Oil & Gas Dictionary of Historical Terminology
LUBE LINGO by Roxannne Hitchcock
Published by: Oil Region Books, Oil City, PA
Reprinted by permission from the author
Copies available from the oil150 store
We are constantly using and adapting words to fit our ever-changing culture.
The oil field workers were no different. They used and changed the meanings of words to fit their lifestyle. This little glossary is just a small example of the amount of words and expressions used. This is not meant to be a comprehensive study, merely a sample of the historical terminology used many years ago and in some cases still used today.
For more modern and in-depth definitions check our list of other dictionaries
To complete a task that seems to be impossible. The Big Inch is said to have been “accidented” across the mountains of Pennsylvania by builders who were unable to recognize the impossible.
A salt-water well that produces little or no oil. In the 1850’s salt water well drilling was prominent down by Pittsburgh.
A worker in a drilling or a production crew who is employed in the derrick, usually climbing the tall heights of the derrick.
Descriptive of a worn drilling bit. Many drilling bits were sharpened by toolies before oil was struck.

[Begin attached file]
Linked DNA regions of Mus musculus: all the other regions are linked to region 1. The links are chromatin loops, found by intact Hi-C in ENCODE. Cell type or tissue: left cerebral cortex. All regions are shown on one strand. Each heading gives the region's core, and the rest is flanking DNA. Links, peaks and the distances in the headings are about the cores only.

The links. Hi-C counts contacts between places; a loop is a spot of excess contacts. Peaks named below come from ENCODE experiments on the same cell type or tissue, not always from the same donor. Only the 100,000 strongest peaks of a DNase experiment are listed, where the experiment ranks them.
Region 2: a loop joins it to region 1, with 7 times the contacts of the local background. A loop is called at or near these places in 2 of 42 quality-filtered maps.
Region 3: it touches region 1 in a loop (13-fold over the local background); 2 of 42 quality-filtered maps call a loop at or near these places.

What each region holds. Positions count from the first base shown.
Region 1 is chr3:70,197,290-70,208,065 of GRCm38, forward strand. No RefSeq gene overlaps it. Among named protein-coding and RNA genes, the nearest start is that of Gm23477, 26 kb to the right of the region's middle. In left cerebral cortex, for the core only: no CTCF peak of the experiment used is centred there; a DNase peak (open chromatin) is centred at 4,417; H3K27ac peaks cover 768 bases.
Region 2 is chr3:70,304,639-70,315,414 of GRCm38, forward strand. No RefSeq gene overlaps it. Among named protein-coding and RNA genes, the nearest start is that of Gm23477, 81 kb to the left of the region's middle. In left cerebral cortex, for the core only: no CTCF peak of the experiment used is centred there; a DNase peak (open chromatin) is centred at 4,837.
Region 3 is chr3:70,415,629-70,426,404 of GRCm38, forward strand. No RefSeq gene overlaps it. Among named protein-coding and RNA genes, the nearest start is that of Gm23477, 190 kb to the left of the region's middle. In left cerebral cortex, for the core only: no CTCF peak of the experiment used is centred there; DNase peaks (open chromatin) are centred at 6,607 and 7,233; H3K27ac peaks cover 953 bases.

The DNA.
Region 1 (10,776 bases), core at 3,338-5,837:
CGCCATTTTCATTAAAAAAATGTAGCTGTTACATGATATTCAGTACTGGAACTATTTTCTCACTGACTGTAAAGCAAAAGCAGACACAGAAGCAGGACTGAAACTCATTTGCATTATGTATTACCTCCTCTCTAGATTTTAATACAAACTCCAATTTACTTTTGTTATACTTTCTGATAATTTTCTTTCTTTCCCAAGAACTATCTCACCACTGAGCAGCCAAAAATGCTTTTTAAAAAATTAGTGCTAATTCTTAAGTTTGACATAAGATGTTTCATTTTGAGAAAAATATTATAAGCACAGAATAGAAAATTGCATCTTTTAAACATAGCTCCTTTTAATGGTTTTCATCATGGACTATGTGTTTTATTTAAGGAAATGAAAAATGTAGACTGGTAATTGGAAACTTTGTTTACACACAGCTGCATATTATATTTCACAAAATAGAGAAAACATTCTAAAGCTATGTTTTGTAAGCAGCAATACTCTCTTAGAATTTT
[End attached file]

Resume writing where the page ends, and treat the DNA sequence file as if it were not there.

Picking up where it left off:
A well that has no casing, perforated pipe, or screen and doesn’t need one.
An extension on an exhaust. Since the extension alters the sound produced by the engine, the worker in charge of a group of engines can by using extensions of different lengths, determine from a distance whether each engine is running properly.
A combination saloon and dance hall; so called because bartenders habitually put drunken customers who were out of money into barrels and rolled them out of the house.
A twenty-four inch pipe line built during World War II which transported crude oil from Longview, Texas, to Phoenixville, Pennsylvania, and there branched into smaller lines leading to refineries in the east.
1. An early term used for geologists, who were so called because they were supposed to be able to “smell out” oil. 2. Any person who ferreted out information and bird dogged it to other companies. 3. A snooper or hanger-on who watches oil-field activities with the intention of getting information.
A clumsy derrickman who drops pipe and so leaves biscuit-like marks on the derrick floor.
An early name for petroleum. (See Petroleum)
The local name for the Big Red Sandstone, Clarion County, Pennsylvania.
Blue Monday Sand
The name given to the lower second sand in Butler County, Pennsylvania.
To handle goods or deals surreptitiously or through other than regular or legal channels.
A simple minded but honest individual, who allows himself to be persuaded that he can make a fortune by investing his “pile” in an oil well with one-half royalty. Some became very wealthy.